Acute Deep Vein Thrombosis

Acute Deep Vein Thrombosis

Vishal Kapur and Sagar Goyal

Division of Cardiology, The Zena and Michael A. Weiner Cardiovascular Institute, Icahn School of Medicine at Mount Sinai, New York, NY, USA


Acute deep venous thrombosis (DVT) is a life‐threatening condition that can have serious potential consequences. Early diagnosis and treatment form the cornerstone of disease management. The introduction of direct oral anticoagulation and advancement in invasive techniques have improved the outcomes in this subgroup of patients. This chapter overviews the comprehensive management of patients with acute DVT.

Accurate diagnosis of lower‐extremity DVT is extremely important, given the potentially fatal risks of untreated DVT in the form of pulmonary embolism (PE) and the risks of anticoagulation used for its treatment (e.g. major or life‐threatening bleeding).

Lower‐extremity DVT and PE are two manifestations of venous thromboembolism (VTE). The diagnosis of VTE is made in a sequence of steps including assessment of the pretest probability, followed by D‐dimer testing and imaging as appropriate (Figure 14.1).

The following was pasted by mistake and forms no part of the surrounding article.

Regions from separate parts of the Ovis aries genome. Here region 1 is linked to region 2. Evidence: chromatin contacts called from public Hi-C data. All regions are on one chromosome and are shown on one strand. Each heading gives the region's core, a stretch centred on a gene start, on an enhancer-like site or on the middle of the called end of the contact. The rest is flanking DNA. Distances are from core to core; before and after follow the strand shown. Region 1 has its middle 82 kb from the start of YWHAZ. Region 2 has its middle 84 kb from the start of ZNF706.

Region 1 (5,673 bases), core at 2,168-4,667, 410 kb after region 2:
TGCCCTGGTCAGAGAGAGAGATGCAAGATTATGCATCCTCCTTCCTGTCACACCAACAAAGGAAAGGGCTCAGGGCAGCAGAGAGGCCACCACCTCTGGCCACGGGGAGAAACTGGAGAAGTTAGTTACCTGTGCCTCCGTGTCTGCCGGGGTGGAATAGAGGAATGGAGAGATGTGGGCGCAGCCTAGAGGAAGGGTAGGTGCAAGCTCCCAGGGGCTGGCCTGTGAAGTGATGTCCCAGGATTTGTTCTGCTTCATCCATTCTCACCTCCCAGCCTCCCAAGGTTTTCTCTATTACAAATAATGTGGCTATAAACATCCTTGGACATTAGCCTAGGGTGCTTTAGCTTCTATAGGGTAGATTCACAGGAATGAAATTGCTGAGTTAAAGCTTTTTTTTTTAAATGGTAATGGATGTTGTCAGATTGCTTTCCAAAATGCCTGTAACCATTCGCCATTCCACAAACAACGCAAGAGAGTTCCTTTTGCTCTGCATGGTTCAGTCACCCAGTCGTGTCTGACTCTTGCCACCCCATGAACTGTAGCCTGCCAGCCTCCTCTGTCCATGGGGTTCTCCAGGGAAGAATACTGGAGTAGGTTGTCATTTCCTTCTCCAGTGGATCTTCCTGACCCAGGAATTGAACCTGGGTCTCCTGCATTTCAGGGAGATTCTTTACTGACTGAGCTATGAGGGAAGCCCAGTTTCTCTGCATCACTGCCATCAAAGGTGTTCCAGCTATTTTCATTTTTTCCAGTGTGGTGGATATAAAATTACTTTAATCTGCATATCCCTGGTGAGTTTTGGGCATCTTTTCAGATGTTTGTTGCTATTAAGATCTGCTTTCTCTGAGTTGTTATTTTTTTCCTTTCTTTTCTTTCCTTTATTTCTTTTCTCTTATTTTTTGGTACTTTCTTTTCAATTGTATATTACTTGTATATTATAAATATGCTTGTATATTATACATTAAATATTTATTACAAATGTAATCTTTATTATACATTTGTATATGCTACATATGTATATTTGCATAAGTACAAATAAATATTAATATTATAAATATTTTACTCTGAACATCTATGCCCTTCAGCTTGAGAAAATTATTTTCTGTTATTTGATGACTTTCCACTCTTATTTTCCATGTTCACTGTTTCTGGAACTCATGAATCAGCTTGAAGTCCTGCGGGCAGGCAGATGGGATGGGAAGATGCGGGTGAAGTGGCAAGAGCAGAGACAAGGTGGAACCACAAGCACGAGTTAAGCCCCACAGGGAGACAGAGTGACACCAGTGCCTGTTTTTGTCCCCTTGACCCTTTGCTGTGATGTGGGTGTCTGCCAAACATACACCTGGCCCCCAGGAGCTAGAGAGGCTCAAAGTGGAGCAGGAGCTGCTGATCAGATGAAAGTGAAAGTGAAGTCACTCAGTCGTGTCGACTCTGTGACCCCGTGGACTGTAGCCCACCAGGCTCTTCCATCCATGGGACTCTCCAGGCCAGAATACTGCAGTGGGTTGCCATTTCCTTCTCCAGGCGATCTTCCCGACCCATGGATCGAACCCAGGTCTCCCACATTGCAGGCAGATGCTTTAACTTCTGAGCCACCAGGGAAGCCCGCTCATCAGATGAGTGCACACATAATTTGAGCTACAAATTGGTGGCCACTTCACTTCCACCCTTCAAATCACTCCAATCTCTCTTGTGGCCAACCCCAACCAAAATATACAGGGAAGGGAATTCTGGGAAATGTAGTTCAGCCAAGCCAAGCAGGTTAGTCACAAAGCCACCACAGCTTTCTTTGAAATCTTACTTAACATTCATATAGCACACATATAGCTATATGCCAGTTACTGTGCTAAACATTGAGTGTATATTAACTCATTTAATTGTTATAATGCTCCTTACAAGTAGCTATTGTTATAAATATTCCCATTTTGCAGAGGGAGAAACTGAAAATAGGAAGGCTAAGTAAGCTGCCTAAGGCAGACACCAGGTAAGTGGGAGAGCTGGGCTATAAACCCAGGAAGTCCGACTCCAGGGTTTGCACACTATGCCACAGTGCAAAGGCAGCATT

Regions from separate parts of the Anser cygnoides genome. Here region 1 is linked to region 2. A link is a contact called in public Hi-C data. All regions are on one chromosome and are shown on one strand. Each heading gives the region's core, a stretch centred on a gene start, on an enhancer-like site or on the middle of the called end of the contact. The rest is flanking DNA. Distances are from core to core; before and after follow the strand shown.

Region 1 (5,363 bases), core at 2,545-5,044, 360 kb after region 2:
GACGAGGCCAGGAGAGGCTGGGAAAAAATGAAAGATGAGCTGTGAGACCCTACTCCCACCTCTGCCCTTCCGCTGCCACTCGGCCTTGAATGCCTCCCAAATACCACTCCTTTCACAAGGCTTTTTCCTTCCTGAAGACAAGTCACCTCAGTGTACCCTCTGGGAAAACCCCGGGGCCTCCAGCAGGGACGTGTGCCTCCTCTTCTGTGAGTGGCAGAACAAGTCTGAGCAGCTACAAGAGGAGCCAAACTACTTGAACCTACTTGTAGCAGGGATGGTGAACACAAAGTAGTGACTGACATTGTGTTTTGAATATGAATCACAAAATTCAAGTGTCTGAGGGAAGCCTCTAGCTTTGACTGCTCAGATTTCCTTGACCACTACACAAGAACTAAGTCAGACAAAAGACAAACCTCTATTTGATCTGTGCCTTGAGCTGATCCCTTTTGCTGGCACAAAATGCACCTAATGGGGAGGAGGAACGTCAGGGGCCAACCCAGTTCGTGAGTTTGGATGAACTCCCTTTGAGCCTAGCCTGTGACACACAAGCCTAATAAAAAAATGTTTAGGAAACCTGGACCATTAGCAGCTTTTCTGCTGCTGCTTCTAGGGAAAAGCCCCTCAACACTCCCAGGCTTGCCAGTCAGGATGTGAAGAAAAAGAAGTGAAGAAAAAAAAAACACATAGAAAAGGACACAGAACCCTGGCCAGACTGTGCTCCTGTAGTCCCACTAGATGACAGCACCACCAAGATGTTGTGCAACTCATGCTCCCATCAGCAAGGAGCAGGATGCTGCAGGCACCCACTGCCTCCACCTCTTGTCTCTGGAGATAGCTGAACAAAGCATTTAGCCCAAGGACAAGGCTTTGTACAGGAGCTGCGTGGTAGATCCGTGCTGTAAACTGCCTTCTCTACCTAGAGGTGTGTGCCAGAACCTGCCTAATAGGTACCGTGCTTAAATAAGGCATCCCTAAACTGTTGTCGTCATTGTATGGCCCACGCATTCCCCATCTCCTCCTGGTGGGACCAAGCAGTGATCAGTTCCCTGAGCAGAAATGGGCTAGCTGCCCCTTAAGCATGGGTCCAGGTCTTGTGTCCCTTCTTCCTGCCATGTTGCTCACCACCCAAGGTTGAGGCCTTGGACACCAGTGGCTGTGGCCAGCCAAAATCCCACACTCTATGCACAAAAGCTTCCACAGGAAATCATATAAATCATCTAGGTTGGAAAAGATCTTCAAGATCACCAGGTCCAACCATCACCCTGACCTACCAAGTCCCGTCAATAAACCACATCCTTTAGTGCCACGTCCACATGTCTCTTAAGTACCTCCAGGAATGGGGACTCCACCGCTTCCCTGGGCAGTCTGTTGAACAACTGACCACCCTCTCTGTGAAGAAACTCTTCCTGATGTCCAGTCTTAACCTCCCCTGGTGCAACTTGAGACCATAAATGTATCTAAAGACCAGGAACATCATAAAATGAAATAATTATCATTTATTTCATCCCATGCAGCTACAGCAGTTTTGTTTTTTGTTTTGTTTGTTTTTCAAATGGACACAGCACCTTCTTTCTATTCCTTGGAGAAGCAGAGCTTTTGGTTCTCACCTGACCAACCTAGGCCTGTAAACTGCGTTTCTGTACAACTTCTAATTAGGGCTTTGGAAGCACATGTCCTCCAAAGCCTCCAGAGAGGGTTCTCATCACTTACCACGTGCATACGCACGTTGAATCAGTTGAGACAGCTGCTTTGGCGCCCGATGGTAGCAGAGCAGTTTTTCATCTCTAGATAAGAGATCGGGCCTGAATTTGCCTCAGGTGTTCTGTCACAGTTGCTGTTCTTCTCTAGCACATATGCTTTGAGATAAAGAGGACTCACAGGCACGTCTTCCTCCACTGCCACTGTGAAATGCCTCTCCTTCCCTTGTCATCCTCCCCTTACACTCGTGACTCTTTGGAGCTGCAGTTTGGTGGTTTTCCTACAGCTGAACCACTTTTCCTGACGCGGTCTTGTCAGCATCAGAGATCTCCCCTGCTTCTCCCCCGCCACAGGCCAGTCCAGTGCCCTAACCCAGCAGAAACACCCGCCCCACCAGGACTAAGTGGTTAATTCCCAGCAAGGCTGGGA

Overall, VTE can be excluded in 29% (95% CI, 20–40%) of patients with suspected DVT and 28% (95% CI, 20–37%) of those with suspected PE using diagnostic algorithms including pretest probability assessment and D‐dimer testing (Figure 14.1) [2, 3]. The remaining patients require compression ultrasonography or computed tomography pulmonary angiography (CTPA) to determine whether VTE is present [46].

When VTE is diagnosed, immediate initiation of anticoagulant therapy is imperative.

Schematic illustration of diagnostic management of patients with suspected DVT or PE [1].

Figure 14.1 Diagnostic management of patients with suspected DVT or PE [1].

Treatment Strategy

There are three phases of VTE treatment: the initial (first 5–10 days), long‐term (from the end of acute treatment to 3–6 months), and extended (beyond 3–6 months) periods. The benefits of anticoagulation, including prevention of clot extension, PE, recurrent VTE, hemodynamic collapse, and death, should be carefully weighed against the risk of bleeding to determine the choice of anticoagulant and the duration of therapy (Figure 14.2).